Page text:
Fingerprints of You by Kristen-Paige Madonia
Lemon grew up with Stella, a single mom who wasn’t exactly maternal. Stella always had a drink in her hand and a new boyfriend every few months, and when things got out of hand, she would whisk Lemon off to a new town for a fresh beginning. Now, just as they are moving yet again, Lemon discovers that she is pregnant from a reckless encounter—with a guy Stella had been flirting with.
On the verge of revisiting her mother’s mistakes, Lemon struggles to cope with the idea of herself as a young unmarried mother, as well as the fact that she’s never met her own father. Determined to have at least one big adventure before she has the baby, Lemon sets off on a cross-country road trip, intending not only to meet her father, but to figure out who she wants to be.
My rating: 3 of 5 stars
You’d be surprised at what I liked and didn’t. This being a story of self discovery as well as one of her accepting things as they were… there were times I felt ‘the sit you down and tell you how are things going to be’ versus someone giving you a kernel a wisdom, I much preferred the former. If only because the second came too many times and felt like doing so was the thing to do in that moment. Consider these:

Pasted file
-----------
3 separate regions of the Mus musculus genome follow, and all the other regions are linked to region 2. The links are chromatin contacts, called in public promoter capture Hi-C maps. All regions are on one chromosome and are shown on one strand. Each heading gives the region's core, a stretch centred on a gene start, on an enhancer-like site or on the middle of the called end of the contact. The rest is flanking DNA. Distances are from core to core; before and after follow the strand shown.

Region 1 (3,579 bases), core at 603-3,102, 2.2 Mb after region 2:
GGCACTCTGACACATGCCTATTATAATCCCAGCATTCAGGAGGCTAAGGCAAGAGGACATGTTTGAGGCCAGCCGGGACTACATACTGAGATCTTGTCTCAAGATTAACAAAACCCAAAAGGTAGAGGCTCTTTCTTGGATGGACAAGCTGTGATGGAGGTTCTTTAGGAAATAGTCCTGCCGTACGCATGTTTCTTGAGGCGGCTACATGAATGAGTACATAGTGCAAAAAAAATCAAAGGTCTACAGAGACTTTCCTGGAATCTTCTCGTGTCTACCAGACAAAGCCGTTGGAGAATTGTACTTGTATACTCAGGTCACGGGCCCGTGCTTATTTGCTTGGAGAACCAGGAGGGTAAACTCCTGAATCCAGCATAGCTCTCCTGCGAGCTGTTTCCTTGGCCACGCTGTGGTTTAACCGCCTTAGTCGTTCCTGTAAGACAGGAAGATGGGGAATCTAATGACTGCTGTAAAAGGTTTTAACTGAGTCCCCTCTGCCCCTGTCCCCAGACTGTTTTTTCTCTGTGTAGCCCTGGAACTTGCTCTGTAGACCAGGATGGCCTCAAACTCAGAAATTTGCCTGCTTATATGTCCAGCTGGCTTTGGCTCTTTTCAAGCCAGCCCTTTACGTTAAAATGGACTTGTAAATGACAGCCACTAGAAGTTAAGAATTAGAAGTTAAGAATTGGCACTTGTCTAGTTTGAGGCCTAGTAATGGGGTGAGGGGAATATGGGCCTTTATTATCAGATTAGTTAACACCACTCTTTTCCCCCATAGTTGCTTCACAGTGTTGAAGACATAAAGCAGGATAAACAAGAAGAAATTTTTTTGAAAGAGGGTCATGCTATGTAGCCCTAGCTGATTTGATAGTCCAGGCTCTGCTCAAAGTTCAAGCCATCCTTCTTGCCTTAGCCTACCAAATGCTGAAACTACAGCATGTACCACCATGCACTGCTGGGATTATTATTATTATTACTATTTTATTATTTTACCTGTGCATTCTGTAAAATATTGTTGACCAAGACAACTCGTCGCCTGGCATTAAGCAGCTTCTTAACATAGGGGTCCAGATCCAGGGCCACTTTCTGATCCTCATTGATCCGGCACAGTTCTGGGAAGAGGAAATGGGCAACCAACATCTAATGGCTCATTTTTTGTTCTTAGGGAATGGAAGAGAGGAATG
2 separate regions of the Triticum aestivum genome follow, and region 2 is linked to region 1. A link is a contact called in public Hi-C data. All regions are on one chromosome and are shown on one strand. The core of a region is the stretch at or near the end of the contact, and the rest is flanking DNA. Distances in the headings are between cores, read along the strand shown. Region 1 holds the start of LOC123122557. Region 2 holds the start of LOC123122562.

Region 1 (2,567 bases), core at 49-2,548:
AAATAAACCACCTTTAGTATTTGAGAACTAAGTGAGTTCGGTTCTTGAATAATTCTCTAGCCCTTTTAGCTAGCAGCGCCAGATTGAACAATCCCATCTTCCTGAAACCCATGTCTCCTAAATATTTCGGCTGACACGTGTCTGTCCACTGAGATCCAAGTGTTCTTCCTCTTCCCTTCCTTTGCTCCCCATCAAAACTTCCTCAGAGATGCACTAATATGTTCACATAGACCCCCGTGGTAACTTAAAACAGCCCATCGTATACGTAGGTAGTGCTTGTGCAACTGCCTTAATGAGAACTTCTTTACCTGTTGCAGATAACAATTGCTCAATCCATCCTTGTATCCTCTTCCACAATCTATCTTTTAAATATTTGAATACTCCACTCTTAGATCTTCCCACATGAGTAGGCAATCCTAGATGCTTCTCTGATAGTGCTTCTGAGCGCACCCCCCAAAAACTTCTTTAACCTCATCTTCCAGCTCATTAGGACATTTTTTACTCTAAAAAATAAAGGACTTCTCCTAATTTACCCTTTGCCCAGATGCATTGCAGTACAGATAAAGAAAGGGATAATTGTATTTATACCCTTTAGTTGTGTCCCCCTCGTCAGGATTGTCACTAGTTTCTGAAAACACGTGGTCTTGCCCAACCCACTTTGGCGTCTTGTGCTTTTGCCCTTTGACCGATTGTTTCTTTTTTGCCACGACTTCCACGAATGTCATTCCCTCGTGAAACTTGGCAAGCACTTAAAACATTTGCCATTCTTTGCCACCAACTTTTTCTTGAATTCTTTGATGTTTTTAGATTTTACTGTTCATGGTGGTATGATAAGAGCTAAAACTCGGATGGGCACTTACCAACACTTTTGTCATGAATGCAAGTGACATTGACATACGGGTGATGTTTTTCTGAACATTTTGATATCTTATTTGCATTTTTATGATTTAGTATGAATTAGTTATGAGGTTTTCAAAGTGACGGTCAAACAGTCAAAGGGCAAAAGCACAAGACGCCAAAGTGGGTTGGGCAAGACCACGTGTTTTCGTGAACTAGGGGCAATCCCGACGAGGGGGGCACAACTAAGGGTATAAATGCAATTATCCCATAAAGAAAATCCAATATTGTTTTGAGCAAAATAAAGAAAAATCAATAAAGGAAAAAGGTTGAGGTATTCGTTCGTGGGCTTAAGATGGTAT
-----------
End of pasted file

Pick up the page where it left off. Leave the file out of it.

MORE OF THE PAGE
“Let’s get one thing straight… You don’t get to that now, Lemon,” she said. “You don’t get to make him something different than he is.” She leaned back and shrugged. “Maybe he’s a good guy and maybe he’s not, but you don’t get to decide. He get’s to show you- that’s why you’re here. He get’s to show that’s why you’re here. You quit that game when we get on the bus.” And then she tapped her finger on the table and said, “Quit.”or
“Life’s too short to walk away from people who love you. Even if that love us complicated and screwed up…it’s love. And that makes it worth finding a way to hold on to it.”
There’s nothing wrong with the second one, or the first one for that matter, except that something similar is said at the sweetest/saddest/ most appropriate juncture in the story every. single. time, so that instead of feeling ‘Aaw, shucks. That’s right...” I didn’t.
It’s a surprise for me to find that when she’s told what to do, I felt those things could actually happen. All those other profound moments on love and loving, living then leaving: I didn’t buy them. But when told what to do and why? It's those moments felt like they could have happened.
So this is the story
... Of a girl about to repeat what her mother had done
…Of a girl insisting that she isn’t her mother.
…Of a girl who loves her friend(s).
…Of a girl who wants so many things
…Bottom line, of a girl who’s not sure where to start
Eventually things shift, making this one
…Of a girl seeing things for what they are
…Of a girl accepting finally things as is
Then there’s that love story that’s sweet and new but a bit sad too.
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